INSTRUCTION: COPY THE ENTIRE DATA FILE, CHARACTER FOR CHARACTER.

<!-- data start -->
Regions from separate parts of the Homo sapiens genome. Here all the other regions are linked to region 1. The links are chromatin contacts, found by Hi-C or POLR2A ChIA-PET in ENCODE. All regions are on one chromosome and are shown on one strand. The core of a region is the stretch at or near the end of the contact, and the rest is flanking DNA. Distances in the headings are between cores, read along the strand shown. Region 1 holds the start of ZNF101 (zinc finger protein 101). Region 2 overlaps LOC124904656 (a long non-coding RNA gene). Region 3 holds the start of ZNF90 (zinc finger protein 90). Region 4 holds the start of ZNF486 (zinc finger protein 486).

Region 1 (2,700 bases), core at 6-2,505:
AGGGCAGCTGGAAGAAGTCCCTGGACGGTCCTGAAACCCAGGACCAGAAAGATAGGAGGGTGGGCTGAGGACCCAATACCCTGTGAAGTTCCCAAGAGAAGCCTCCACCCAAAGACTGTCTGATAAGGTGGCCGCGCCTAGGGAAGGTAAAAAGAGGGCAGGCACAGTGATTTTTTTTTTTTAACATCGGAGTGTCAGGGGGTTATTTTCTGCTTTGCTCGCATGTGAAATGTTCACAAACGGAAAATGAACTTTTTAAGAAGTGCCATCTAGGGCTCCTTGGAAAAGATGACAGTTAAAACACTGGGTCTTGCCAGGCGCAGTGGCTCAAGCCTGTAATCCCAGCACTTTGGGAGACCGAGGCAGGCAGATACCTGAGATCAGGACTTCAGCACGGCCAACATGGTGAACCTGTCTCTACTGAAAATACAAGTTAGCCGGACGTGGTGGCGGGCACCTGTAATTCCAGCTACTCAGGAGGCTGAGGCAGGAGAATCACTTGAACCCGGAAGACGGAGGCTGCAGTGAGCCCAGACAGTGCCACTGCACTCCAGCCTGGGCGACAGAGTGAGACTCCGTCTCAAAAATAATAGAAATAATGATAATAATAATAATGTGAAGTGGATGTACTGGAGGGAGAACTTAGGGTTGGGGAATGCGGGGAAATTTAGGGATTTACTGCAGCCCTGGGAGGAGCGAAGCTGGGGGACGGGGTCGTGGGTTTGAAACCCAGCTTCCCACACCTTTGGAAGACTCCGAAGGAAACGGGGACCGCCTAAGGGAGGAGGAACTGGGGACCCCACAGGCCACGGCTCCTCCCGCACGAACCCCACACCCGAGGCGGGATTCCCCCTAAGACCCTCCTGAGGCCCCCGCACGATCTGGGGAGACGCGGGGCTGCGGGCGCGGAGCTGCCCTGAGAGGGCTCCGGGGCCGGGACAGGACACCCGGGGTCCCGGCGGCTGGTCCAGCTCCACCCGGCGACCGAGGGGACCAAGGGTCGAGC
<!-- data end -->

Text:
Regions from separate parts of the Homo sapiens genome. Here all the other regions are linked to region 1. The links are chromatin contacts, found by Hi-C or POLR2A ChIA-PET in ENCODE. All regions are on one chromosome and are shown on one strand. The core of a region is the stretch at or near the end of the contact, and the rest is flanking DNA. Distances in the headings are between cores, read along the strand shown. Region 1 holds the start of ZNF101 (zinc finger protein 101). Region 2 overlaps LOC124904656 (a long non-coding RNA gene). Region 3 holds the start of ZNF90 (zinc finger protein 90). Region 4 holds the start of ZNF486 (zinc finger protein 486).

Region 1 (2,700 bases), core at 6-2,505:
AGGGCAGCTGGAAGAAGTCCCTGGACGGTCCTGAAACCCAGGACCAGAAAGATAGGAGGGTGGGCTGAGGACCCAATACCCTGTGAAGTTCCCAAGAGAAGCCTCCACCCAAAGACTGTCTGATAAGGTGGCCGCGCCTAGGGAAGGTAAAAAGAGGGCAGGCACAGTGATTTTTTTTTTTTAACATCGGAGTGTCAGGGGGTTATTTTCTGCTTTGCTCGCATGTGAAATGTTCACAAACGGAAAATGAACTTTTTAAGAAGTGCCATCTAGGGCTCCTTGGAAAAGATGACAGTTAAAACACTGGGTCTTGCCAGGCGCAGTGGCTCAAGCCTGTAATCCCAGCACTTTGGGAGACCGAGGCAGGCAGATACCTGAGATCAGGACTTCAGCACGGCCAACATGGTGAACCTGTCTCTACTGAAAATACAAGTTAGCCGGACGTGGTGGCGGGCACCTGTAATTCCAGCTACTCAGGAGGCTGAGGCAGGAGAATCACTTGAACCCGGAAGACGGAGGCTGCAGTGAGCCCAGACAGTGCCACTGCACTCCAGCCTGGGCGACAGAGTGAGACTCCGTCTCAAAAATAATAGAAATAATGATAATAATAATAATGTGAAGTGGATGTACTGGAGGGAGAACTTAGGGTTGGGGAATGCGGGGAAATTTAGGGATTTACTGCAGCCCTGGGAGGAGCGAAGCTGGGGGACGGGGTCGTGGGTTTGAAACCCAGCTTCCCACACCTTTGGAAGACTCCGAAGGAAACGGGGACCGCCTAAGGGAGGAGGAACTGGGGACCCCACAGGCCACGGCTCCTCCCGCACGAACCCCACACCCGAGGCGGGATTCCCCCTAAGACCCTCCTGAGGCCCCCGCACGATCTGGGGAGACGCGGGGCTGCGGGCGCGGAGCTGCCCTGAGAGGGCTCCGGGGCCGGGACAGGACACCCGGGGTCCCGGCGGCTGGTCCAGCTCCACCCGGCGACCGAGGGGACCAAGGGTCGAGC